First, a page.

Wednesday, 30 June 2010


As anyone who's read my first book The Swan Kingdom knows, it's based on a fairytale called The Wild Swans, which is a Hans Christian Andersen story. When I actually came to write the book lots of other influences crept in there, like Celtic mythology and some Japanese folklore, but the original spark of inspiration was the fairytale.

This was my favourite fairy story growing up for a couple of reasons. Firstly, I liked that the heroine got to be the one to save her brothers. I also admired how bravely the heroine suffered in silence, and the fact that she lived by herself in a forest and managed to find things to eat on her own and arranged her own shelter. Badass.

But the biggest reason that I loved the story was that when I was fairly young my sister bought me a picture book of it. It was a cancelled library book. It just turned up in the rickety plywood 'For Sale' box one day. If I remember correctly, I had loved the book for some time and borrowed it continuously, and the thought of the book being sold away to some stranger reduced me to tears. With much sighing and tutting, my sister forked over the 25p to the librarian, and the book was mine.

Frankly, I was obsessed with it. It followed me everywhere. I used to use it to lean on when I was drawing (and before I discovered the joys of writing, I drew CONSTANTLY). I stored my completed pictures - maps of fantasy countries and princesses and castles - between the pages. That book, with its curled over plastic cover, its shiny pages and purple end papers, and it's magnificent illustrations, became so much a part of me that I suppose it seeped indelibly into my imagination's landscape.

So I thought I would post some of my favourite pictures from the book here, to show how they offered me inspiration in writing The Swan Kingdom.

This shows the scene where the wicked stepmother turns her stepsons into swans and banishes them. On the face of it nothing from this image - or this event in the original version of the story - survived in my version. But I always remember thinking how very much like clouds the swans wings looked here, and that idea does turn up in the book. Plus, just look at that stepmother's face! Ooh, she looks triumphant and evil.

A picture of the picture book heroine, after she runs away from the palace and her stepmother. This doesn't really happen in The Swan Kingdom. What you can see here though, is that the heroine has red hair, like Alexandra (I just couldn't think of the heroine of this story any other way) although Alexandra has green eyes (like me) and the heroine of the picture book has grey eyes. I also think this picture sums up the way my heroine, Alexandra perceives her brothers throughout the book: as a part of nature which she cannot quite reach. The picture book reads: All night long Elise dreamed of her brothers. Once more they were children playing together, carefree and loved... This may have been why dreams played such an important part in The Swan Kingdom.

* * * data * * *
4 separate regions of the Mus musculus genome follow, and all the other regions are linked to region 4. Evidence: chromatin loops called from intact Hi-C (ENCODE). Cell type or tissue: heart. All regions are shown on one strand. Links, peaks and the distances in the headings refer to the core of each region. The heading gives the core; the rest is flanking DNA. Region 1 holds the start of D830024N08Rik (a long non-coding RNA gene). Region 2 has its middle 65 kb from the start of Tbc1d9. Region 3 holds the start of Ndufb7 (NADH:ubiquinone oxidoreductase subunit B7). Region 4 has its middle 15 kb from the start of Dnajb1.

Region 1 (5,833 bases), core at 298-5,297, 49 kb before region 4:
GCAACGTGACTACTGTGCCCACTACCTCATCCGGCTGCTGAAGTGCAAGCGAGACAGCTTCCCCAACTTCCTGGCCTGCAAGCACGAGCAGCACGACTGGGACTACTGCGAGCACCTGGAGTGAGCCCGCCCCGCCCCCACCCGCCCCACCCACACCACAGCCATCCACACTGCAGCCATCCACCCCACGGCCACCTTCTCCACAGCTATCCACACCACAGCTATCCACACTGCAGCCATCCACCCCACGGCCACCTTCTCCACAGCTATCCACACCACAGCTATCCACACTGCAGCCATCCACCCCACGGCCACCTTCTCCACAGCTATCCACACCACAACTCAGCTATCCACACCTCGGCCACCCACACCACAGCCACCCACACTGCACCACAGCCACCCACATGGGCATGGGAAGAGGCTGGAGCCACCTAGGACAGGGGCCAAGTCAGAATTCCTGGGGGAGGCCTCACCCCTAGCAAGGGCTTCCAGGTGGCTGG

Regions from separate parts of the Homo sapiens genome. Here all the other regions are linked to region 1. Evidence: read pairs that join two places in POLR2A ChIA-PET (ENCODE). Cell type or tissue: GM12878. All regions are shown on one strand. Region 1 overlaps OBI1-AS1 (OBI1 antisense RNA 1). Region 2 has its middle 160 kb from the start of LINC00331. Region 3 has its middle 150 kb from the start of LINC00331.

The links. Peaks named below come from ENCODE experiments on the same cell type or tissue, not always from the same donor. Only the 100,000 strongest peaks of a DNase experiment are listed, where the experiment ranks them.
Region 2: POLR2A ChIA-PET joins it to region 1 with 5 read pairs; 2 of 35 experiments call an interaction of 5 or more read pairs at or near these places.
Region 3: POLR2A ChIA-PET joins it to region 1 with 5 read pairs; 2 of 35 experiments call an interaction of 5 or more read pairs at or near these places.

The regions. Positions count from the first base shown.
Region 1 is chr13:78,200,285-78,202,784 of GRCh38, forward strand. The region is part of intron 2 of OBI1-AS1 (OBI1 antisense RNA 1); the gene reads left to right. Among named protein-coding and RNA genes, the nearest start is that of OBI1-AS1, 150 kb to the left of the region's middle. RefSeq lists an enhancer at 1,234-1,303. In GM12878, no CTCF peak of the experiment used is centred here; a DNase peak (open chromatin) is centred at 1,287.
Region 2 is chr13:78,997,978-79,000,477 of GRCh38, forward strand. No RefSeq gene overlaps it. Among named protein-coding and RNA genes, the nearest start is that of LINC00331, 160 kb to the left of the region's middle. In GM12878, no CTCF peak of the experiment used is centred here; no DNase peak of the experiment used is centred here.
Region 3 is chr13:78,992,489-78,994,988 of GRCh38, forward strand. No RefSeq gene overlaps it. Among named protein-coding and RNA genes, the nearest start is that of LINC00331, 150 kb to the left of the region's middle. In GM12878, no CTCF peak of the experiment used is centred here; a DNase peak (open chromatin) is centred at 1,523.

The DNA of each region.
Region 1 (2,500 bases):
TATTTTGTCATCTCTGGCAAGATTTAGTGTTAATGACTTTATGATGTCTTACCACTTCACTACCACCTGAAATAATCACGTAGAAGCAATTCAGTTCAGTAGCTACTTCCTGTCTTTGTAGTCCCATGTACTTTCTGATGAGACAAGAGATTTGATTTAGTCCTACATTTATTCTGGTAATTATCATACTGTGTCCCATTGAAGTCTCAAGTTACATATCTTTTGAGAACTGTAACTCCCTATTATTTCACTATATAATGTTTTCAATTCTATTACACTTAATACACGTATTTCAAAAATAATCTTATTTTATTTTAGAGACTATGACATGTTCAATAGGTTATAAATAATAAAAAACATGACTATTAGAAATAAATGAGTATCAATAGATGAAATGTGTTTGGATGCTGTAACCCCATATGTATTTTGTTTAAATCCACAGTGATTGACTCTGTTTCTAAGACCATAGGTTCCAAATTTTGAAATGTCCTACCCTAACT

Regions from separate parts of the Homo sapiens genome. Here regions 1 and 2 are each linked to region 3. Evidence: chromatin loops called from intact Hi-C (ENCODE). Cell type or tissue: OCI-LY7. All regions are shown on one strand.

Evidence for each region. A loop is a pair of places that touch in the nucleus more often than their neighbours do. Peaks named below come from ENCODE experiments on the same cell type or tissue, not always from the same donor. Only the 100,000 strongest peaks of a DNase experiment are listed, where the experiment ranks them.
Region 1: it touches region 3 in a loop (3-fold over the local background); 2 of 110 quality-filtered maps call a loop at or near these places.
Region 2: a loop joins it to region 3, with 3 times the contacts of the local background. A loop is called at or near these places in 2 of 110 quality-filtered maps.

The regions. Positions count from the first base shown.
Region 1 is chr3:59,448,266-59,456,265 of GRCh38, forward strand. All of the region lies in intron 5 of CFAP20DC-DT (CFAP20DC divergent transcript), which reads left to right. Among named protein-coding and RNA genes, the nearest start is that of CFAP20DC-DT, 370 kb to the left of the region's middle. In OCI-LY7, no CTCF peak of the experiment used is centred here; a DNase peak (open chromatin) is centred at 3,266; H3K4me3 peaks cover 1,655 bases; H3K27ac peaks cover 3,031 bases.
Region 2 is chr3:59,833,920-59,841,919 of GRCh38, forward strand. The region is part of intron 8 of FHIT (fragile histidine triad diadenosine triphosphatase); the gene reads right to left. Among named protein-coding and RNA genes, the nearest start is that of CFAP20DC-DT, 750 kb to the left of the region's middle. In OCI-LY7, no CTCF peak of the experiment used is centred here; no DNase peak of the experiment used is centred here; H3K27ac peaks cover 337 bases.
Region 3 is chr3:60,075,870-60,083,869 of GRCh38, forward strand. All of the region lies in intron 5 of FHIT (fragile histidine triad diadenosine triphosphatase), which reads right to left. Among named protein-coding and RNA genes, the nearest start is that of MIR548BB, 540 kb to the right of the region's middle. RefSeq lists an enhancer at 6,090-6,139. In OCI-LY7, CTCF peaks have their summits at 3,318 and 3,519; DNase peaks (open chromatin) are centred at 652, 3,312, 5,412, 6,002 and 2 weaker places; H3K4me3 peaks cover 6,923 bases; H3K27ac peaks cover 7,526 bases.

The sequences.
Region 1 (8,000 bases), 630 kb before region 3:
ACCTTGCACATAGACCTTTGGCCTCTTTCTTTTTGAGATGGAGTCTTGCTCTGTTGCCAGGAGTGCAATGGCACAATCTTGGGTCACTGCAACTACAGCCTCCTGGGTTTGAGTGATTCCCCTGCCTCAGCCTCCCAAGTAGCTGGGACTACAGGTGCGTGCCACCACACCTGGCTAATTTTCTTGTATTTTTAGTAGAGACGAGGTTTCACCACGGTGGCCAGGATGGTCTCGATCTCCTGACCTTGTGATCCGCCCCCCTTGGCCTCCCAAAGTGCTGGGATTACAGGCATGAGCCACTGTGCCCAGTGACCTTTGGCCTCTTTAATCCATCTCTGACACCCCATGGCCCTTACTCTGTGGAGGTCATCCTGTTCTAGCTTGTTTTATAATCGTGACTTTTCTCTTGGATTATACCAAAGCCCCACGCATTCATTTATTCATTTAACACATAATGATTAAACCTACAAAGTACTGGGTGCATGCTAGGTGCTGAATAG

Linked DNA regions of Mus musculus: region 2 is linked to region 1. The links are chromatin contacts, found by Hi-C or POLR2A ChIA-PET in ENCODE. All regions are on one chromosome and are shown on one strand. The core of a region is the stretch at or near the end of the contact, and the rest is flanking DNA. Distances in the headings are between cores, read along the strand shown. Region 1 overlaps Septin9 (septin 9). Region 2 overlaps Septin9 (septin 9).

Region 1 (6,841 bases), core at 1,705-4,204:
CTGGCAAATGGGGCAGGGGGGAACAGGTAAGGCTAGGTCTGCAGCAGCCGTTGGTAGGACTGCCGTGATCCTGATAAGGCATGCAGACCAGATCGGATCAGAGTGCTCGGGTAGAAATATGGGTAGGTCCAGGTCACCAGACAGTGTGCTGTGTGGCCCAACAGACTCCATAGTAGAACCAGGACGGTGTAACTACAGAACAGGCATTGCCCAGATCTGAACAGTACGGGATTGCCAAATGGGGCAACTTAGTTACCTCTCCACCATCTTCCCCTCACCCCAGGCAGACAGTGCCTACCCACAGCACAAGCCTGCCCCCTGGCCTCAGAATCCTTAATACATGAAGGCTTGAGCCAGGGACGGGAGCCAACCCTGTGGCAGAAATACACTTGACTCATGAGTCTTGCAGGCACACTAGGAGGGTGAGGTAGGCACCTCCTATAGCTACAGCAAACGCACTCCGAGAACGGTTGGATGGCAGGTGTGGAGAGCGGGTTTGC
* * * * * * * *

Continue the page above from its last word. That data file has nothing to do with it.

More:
Next, an image of the storybook princess on the shore, looking for her brothers. In the original story, the princess meets her brothers here and they rescue her and carry her off across the sea. But in my version the heroine does not see her brothers - only great white birds in the shapes of the clouds - and she walks the beach alone. Until she meets Gabriel...

Here's an image of the hunting party that finds the princess in the woods and carries her off to be married to the King (without asking her, I might add!). Look at those exotic hunting creatures! In The Swan Kingdom, there are no leopards, but there are some very friendly hunting dogs, which belong to Gabriel. He's been looking for Alexandra, and has trained his hounds to know the scent of her magic.

This is one of the final illustrations in the picture book. In the original fairytale, the heroine is about to be burned at the stake by her husband the King! She just has time to throw the nettle shirts over her brothers before the fire is lit, and when they transform back into princes, the heroine is cleared of all charges of witchcraft, and the pyre where she was to be burned blooms with roses. That certainly does NOT happen in The Swan Kingdom, but this image of the roses blooming at the moment of the heroine's triumph stuck with me, and turned into the legend of the King's Rose, which blooms when...well, you'll just have to read the book to find out!